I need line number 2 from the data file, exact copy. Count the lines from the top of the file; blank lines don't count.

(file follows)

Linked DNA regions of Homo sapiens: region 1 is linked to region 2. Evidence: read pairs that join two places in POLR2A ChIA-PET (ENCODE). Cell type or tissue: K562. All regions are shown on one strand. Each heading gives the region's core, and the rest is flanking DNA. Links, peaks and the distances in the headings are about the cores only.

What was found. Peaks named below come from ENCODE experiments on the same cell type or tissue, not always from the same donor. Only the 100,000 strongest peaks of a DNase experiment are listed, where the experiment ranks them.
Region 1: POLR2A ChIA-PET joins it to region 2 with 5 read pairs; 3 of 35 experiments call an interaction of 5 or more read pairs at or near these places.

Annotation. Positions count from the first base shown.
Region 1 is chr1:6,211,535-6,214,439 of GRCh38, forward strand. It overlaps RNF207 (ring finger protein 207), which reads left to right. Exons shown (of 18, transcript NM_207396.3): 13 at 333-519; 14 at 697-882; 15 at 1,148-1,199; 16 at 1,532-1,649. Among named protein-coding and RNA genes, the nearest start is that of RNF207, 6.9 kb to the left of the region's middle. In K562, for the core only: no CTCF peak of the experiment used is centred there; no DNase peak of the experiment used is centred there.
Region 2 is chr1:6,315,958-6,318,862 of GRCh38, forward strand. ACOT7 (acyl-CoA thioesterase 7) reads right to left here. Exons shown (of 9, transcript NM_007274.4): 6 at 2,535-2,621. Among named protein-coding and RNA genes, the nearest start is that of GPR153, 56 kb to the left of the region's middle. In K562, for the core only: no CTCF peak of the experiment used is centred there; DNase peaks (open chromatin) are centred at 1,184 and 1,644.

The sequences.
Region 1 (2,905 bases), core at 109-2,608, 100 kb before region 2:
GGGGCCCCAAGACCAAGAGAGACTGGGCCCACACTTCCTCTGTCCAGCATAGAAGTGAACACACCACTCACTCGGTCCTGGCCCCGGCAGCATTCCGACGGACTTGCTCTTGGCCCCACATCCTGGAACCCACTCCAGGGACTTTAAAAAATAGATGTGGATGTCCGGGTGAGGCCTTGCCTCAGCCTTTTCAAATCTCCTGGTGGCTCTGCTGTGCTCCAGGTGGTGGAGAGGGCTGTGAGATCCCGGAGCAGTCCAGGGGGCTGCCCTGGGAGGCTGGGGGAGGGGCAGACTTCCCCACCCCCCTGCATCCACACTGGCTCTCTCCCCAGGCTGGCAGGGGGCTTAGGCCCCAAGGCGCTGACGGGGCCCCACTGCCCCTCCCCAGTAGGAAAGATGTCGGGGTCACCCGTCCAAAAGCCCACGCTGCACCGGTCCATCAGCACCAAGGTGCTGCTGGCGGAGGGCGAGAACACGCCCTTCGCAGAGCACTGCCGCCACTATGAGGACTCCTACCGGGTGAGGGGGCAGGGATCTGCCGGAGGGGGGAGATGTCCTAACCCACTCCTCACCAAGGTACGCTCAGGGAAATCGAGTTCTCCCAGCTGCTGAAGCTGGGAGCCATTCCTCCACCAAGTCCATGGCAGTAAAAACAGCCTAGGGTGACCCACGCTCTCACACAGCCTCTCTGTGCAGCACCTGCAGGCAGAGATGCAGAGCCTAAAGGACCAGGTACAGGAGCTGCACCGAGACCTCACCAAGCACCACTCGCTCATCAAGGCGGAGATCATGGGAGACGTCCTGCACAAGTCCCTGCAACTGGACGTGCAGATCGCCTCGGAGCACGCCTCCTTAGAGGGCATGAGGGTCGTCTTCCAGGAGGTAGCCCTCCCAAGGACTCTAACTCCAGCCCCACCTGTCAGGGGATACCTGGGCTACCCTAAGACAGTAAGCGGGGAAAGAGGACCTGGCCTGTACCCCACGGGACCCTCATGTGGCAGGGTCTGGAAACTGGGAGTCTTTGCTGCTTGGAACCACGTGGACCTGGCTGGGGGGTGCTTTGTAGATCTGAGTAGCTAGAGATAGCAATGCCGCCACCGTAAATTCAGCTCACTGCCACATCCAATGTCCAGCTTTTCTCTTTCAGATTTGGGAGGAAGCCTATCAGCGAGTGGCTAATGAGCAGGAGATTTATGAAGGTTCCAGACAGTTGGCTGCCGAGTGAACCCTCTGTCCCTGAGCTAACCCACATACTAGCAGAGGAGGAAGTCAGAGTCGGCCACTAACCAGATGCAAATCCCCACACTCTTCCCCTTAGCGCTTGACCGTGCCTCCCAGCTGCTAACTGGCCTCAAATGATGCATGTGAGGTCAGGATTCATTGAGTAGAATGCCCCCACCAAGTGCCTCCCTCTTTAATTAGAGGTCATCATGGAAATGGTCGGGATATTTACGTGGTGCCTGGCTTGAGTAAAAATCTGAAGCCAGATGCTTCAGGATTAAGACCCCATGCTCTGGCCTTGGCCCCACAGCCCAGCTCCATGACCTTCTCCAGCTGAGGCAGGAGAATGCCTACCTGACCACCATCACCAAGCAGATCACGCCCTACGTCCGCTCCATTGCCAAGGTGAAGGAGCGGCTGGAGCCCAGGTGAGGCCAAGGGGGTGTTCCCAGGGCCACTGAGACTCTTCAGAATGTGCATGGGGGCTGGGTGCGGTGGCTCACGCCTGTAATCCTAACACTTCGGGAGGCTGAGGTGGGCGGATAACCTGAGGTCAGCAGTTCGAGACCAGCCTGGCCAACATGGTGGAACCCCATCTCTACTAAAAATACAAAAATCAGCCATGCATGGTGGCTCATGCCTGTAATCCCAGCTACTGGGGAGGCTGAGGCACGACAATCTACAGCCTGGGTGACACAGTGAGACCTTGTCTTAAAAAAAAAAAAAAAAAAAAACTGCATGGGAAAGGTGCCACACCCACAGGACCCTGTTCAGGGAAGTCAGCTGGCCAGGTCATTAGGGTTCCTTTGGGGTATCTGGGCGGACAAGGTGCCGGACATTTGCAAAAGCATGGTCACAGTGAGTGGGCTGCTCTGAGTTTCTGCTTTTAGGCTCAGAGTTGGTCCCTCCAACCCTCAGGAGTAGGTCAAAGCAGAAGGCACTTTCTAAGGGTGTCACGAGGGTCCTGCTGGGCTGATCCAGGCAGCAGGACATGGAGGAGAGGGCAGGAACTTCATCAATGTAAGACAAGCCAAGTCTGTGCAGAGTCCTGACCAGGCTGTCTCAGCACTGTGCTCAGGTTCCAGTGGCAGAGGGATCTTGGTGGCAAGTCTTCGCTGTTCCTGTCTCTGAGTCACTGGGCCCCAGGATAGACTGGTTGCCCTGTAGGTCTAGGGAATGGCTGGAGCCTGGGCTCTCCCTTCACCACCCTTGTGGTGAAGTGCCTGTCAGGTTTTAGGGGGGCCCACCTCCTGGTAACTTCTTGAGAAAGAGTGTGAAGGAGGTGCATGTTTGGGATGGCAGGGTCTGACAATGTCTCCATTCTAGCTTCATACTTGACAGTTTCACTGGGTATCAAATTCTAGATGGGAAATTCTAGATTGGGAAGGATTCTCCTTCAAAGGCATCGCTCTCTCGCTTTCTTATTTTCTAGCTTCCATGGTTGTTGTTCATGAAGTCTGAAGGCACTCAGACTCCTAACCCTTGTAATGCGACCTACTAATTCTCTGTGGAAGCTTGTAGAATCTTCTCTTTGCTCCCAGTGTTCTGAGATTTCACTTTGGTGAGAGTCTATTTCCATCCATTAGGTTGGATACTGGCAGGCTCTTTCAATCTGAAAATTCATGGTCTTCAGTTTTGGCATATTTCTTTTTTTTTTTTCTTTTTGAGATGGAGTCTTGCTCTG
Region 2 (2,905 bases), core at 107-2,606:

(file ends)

What was found. Peaks named below come from ENCODE experiments on the same cell type or tissue, not always from the same donor. Only the 100,000 strongest peaks of a DNase experiment are listed, where the experiment ranks them.